By Margarita Nahapetyan
According to American researchers mental illness alone does not predict future violent behavior, but mental illness in combination with substance abuse or dependence does increase the risk of violence.
"Mental illness alone does not increase the risk of violence," explained Eric Elbogen, PhD, an assistant professor in the forensic psychiatry program at the University of North Carolina at Chapel Hill School of Medicine. Mental illness "makes a difference but only in the presence of other risk factors," he said.
Elbogen discovered that younger age and violence history were the top predictors of violent behavior in future, followed by male gender and history of juvenile detention. Other factors included history of physical abuse, recent divorce, unemployment, parental criminal history, severe mental illness with substance abuse, and being a crime victim in the past year.
For the study, the researchers analyzed data collected from nearly 35,000 people. All the participants were asked questions about their mental health, violence history, and use of substances. All of them were part of the National Epidemiological Survey on Alcohol and Related Conditions, conducted by the National Institute on Alcohol Abuse and Alcoholism.
After the first interview which took place between the years of 2001 and 2003, it was clear that 11 per cent of study participants had been diagnosed with mental illness, such as bipolar disorder, major depression, or schizophrenia. Nearly 22 per cent had substance abuse or substance dependence, and more than 9 per cent said they had a severe mental disorder and substance abuse or dependence.
In a second interview conducted between 2004 and 2005, participants were questioned about any violent behavior, such as fighting, attacking or injuring someone, setting fires, or committing a sexual assault, in the time between interviews.
There were more than 3,000 people considered to have severe mental illness - schizophrenia, bipolar disorder and major depression - but no history of either violence or substance abuse. About 50 violent acts were reported between interviews. But when it came to combining mental illness with a history of violence and substance abuse in about 1600 people, the chance of future violence raised 10 times.
When examining participants with schizophrenia, 5.15 per cent reported violent behavior in the time period between the interviews. But when people with the same diagnosis also had substance abuse or dependence problems, 12.66 per cent were found with violent behavior in the time between the interviews.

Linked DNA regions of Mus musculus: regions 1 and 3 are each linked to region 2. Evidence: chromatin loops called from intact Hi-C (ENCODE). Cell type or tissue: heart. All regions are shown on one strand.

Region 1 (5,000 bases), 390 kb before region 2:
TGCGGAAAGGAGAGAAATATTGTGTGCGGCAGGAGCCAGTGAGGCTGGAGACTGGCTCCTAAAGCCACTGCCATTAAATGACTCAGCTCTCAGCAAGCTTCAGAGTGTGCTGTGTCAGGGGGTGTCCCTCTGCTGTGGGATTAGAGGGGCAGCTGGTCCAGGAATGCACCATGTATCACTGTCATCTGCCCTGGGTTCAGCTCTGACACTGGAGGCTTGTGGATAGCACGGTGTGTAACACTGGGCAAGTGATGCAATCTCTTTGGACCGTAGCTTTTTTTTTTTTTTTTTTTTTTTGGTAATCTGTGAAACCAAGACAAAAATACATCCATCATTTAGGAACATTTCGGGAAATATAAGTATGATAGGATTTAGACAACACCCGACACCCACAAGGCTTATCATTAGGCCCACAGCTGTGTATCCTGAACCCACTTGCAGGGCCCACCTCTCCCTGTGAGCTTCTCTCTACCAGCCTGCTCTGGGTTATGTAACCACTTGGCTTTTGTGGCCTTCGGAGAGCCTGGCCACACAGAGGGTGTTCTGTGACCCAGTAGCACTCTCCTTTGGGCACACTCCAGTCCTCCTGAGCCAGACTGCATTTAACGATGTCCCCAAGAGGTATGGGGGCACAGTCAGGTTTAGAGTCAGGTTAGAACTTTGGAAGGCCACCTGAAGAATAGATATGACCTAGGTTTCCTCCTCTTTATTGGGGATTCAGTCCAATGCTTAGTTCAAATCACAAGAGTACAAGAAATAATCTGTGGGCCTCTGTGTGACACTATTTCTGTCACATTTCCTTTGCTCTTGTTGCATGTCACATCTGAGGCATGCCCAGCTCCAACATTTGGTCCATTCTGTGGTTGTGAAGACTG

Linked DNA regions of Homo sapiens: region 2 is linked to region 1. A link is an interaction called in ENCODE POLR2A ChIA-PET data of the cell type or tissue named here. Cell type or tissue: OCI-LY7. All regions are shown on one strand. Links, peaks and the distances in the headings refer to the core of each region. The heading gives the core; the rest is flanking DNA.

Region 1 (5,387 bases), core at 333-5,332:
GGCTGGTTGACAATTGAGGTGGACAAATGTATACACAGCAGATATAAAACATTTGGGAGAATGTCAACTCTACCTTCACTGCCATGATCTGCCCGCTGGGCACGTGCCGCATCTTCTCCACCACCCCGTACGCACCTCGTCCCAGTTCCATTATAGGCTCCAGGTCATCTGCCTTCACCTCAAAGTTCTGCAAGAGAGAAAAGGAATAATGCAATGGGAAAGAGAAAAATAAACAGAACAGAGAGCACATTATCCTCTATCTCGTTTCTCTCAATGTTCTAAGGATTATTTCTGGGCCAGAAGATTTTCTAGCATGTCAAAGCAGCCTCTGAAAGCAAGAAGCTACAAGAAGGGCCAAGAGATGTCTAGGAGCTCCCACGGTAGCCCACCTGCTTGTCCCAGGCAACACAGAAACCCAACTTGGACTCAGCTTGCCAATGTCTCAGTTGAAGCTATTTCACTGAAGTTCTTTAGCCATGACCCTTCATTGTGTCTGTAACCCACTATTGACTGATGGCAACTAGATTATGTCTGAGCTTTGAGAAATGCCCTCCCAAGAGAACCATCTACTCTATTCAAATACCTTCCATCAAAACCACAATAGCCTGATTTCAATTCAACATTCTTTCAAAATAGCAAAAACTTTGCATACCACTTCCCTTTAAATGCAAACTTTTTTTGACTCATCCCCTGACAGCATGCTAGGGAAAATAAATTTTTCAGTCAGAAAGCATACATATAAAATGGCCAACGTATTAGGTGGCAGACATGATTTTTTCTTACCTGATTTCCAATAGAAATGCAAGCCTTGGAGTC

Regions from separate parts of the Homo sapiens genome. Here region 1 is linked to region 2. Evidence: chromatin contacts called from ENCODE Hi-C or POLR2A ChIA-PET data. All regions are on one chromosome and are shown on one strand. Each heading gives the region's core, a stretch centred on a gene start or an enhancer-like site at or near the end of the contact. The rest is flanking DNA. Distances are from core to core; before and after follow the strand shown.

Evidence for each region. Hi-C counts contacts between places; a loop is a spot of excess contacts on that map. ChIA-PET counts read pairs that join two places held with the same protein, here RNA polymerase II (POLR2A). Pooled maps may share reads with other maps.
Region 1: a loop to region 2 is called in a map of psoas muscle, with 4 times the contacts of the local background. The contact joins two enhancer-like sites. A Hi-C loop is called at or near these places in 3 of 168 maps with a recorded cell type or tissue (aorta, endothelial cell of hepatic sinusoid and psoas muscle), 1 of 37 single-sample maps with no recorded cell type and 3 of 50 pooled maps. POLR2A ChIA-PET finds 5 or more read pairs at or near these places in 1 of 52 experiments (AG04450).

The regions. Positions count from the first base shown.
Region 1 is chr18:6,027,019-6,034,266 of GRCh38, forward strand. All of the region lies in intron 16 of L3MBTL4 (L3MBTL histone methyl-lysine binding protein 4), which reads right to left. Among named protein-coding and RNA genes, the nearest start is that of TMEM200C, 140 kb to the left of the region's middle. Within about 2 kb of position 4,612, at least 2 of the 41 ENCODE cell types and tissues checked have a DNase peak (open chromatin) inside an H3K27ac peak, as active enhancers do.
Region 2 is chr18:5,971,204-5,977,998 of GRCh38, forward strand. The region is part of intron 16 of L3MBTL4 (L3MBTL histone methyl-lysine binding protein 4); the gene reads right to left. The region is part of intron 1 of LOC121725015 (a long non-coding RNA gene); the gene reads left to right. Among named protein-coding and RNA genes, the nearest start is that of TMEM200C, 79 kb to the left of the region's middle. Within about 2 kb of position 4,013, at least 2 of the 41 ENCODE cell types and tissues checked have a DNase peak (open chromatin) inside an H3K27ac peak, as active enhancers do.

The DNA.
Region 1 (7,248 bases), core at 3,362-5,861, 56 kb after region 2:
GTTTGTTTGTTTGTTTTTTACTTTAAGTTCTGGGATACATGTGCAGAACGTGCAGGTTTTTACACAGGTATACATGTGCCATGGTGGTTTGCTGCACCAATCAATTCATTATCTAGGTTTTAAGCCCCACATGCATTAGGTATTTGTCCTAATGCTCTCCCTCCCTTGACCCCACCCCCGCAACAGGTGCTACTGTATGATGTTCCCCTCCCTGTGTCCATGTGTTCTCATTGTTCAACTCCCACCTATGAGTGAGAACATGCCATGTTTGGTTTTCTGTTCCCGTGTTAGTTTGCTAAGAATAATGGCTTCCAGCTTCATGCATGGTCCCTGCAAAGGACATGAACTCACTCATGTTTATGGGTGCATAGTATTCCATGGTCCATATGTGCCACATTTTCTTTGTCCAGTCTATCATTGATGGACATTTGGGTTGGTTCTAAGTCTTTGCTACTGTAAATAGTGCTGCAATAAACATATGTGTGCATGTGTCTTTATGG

The researchers also found that those who reported drug or alcohol abuse and also had severe mental illness were 3 times more likely to have been violent, compared with those reporting just mental illness.
The connection between mental illness and violence is there, "but it is not as strong as people think," Elbogen said. "I think a lot of people think mental illness is the usual cause if not the foremost cause of violence," the scientist added bringing an example of survey in which 75 per cent of respondents said they considered people with mental illness as dangerous.
Other experts who reviewed the study said that they hope that the new research will change society's wrong opinion about people with mental diseases. "Having a severe mental illness alone doesn't predict anything," as far as violence is concerned, said Philip Muskin, MD, professor of clinical psychiatry at Columbia University, New York. The new findings, he says, confirm some other studies with similar results.
"You are no more at risk for committing a violent act than anyone in the population," addressed Muskin sufferers with severe mental illnesses, who participated in the study.
Dr. Paul Appelbaum, Columbia University psychiatry professor who was not involved in the study said, "If you take the body of data as a whole, I think what everyone would agree with is, if there is an impact of mental illness on violent behavior it is not very great. And there is no question that the overall contribution of people with serious mental illness to violence in our society as a whole is quite small."
"We are being misled by our own fears," said Appelbaum, "We ought to be concerned about providing good treatment and helping people lead fulfilling lives, not obsessed with protecting ourselves from phantom threats that appear to be unrelated to mental illness."
Mental illness and substance abuse are generally treated separately and United States programs could do a better job treating people with both problems, Appelbaum said.
In other words, the study shows that stereotypes about the mentally ill are often false, and schizophrenia or major depression alone are not likely to turn someone into a criminal.
The study was published in the February issue of the Archives of General Psychiatry.